Yes, Dion Lewis returned kicks. He didn’t enjoy much success returning kicks, but he was the guy the Eagles sent out to do the job for the majority of the season. No one will confuse him with the likes of a returner like former Eagle-great Bryan Mitchell. Lewis was also not the primary backup to McCoy. He was occasionally mixed in to the offense, but Ronnie Brown was the second option until the final game of the season, where the Eagles gave Lewis the majority of the carries to get a look at him for next year.
“In addition, the Eagles broke in two rookie specialists in 2011, fourth-round placekicker Alex Henery and undrafted punter Chas Henry. Henery converted 24 of 27 field goals on his way to a team runnerup 118 points and Henry compiled a net average of 37 yards with only nine touchbacks.”
Gosselin failed to mention that Henery missed several crucial attempts in Week 3 against the 49ers, which helped cost the Eagles the game. In all fairness though, the two rookie kickers performed at respectable levels throughout the season.
“So the Eagles have something to show for their failure in 2011 — a young, promising future.”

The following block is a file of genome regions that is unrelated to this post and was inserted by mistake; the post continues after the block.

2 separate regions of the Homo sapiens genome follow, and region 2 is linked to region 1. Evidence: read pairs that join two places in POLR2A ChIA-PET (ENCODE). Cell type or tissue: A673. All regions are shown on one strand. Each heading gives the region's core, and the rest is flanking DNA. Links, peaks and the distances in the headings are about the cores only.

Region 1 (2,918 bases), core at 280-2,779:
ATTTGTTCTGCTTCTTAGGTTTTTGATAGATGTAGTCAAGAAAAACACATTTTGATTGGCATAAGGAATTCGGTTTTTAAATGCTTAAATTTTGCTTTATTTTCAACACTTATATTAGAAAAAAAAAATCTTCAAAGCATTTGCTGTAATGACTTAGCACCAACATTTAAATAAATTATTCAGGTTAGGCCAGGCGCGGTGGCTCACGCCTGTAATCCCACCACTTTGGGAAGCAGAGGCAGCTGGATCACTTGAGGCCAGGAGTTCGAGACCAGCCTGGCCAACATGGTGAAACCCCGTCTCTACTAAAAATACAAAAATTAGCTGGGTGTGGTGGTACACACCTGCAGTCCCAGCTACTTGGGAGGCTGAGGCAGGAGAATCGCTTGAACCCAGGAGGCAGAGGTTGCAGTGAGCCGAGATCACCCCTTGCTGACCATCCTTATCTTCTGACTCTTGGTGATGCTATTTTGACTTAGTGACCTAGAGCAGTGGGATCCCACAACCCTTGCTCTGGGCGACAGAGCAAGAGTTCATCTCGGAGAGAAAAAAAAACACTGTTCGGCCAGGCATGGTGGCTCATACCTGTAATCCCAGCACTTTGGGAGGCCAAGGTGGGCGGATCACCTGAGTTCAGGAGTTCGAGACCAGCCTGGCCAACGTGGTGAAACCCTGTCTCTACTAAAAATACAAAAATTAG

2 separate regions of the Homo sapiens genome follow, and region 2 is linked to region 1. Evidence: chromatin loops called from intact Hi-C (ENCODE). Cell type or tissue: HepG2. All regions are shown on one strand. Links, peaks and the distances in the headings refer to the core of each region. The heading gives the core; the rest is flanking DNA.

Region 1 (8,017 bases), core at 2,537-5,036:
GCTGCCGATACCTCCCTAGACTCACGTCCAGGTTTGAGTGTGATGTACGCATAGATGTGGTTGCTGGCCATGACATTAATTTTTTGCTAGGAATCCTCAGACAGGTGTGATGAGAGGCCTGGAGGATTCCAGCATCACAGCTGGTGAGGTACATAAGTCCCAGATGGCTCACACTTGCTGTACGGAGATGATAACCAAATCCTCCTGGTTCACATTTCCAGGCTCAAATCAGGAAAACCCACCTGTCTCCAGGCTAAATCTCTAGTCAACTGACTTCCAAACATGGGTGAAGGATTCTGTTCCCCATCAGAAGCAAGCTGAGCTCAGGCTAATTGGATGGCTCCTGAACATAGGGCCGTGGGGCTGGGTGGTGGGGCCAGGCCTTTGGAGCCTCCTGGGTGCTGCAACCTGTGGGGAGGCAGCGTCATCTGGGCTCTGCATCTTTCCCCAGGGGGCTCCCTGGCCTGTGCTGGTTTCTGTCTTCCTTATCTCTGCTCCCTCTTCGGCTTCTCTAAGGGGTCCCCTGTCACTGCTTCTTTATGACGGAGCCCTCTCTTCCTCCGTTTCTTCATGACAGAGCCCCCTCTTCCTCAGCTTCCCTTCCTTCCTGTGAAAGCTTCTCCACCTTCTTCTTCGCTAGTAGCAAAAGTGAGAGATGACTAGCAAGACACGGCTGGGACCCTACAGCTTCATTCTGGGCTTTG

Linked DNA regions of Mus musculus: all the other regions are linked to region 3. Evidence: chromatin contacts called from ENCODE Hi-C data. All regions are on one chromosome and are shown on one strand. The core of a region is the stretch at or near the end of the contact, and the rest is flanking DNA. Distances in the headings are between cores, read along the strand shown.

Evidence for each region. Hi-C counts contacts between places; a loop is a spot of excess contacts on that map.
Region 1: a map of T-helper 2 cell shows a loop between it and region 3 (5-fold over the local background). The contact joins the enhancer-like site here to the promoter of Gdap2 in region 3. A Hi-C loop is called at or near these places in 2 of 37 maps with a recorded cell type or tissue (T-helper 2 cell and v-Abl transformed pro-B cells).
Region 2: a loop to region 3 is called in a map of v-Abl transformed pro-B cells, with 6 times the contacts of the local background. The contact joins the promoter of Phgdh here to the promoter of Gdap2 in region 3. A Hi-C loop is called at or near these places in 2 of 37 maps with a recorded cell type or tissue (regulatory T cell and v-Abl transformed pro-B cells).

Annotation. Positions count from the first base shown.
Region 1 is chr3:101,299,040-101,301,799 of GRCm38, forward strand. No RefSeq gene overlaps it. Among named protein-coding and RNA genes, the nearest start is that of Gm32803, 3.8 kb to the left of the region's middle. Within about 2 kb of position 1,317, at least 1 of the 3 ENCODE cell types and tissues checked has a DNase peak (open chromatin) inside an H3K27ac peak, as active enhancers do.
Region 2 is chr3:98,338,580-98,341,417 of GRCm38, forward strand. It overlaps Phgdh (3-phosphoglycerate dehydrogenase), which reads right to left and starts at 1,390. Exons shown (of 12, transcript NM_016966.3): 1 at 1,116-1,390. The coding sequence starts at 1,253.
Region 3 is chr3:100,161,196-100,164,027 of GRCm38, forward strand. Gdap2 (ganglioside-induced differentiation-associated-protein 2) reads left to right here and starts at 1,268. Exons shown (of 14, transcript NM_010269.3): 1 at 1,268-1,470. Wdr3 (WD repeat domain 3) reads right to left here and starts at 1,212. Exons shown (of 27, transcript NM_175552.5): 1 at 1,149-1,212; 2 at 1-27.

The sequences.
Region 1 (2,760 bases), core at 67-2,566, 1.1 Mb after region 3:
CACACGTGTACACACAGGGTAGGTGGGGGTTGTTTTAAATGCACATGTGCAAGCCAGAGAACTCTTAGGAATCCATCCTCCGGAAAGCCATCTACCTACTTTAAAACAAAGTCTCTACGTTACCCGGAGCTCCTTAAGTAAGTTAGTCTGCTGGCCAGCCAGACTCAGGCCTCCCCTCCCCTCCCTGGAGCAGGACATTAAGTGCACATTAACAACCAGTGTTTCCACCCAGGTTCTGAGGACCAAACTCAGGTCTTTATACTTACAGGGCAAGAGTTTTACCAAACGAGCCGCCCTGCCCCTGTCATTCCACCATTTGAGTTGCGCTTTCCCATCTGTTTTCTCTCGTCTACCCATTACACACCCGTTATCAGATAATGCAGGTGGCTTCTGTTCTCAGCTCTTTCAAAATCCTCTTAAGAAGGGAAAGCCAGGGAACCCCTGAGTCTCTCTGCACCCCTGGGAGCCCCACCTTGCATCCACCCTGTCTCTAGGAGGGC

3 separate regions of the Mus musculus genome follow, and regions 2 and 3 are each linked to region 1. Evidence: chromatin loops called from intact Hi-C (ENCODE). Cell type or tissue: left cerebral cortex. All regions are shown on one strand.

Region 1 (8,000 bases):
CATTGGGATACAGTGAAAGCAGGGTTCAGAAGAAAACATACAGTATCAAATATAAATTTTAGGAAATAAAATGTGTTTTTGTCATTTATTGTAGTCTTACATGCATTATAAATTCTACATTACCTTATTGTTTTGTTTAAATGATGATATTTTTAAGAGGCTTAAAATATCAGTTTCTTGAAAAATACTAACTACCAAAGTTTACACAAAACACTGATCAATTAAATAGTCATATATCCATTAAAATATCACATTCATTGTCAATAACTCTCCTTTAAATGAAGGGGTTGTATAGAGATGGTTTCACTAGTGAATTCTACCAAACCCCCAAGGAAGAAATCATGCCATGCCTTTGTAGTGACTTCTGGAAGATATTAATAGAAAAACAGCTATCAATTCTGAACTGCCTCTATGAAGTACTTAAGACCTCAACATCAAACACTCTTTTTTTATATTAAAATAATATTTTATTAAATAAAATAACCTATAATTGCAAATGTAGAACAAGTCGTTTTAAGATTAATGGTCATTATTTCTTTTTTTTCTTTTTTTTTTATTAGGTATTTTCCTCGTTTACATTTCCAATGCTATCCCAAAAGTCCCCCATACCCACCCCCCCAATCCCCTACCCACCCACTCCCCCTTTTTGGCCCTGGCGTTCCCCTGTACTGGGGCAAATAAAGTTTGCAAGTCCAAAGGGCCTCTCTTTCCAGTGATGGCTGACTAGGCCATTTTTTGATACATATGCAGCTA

All that the Eagles have to show for 2011 is a humiliating season filled with disappointment. Of the rookies on this team, only Kelce and Watkins seem to have chances to become legitimate blue-chip players in the future. The rest of the rookie class didn’t show much, and may be nothing more than average, easily replaceable parts.
Gosselin’s praise of the Eagles’ 2011 draft class is a reflection of how the national media is blinded when it comes to evaluating the job done by Andy Reid and the rest of the team. Writers like Gosselin evaluate by looking only at numbers, and not by what actually went on during games. National writers like him see that Andy Reid has a winning record and has been to five NFC Championship games, and because of those numbers they’re unable to see the team’s recurring issues and shortcomings.
Gosselin looked at the stats, and saw that 14 rookies made the team and combined for 46 starts. An abnormal number for the average NFL team, but also a hollow one. The Eagles received very little impact from this draft class (or from the previous class in 2010), and it was one of the reasons that they struggled throughout 2011. Great teams are built through the draft, and when a team’s front office comes up short in April, it’s reflected in the team’s poor record. The Eagles’ 2011 draft is certainly not worthy of an ‘A’.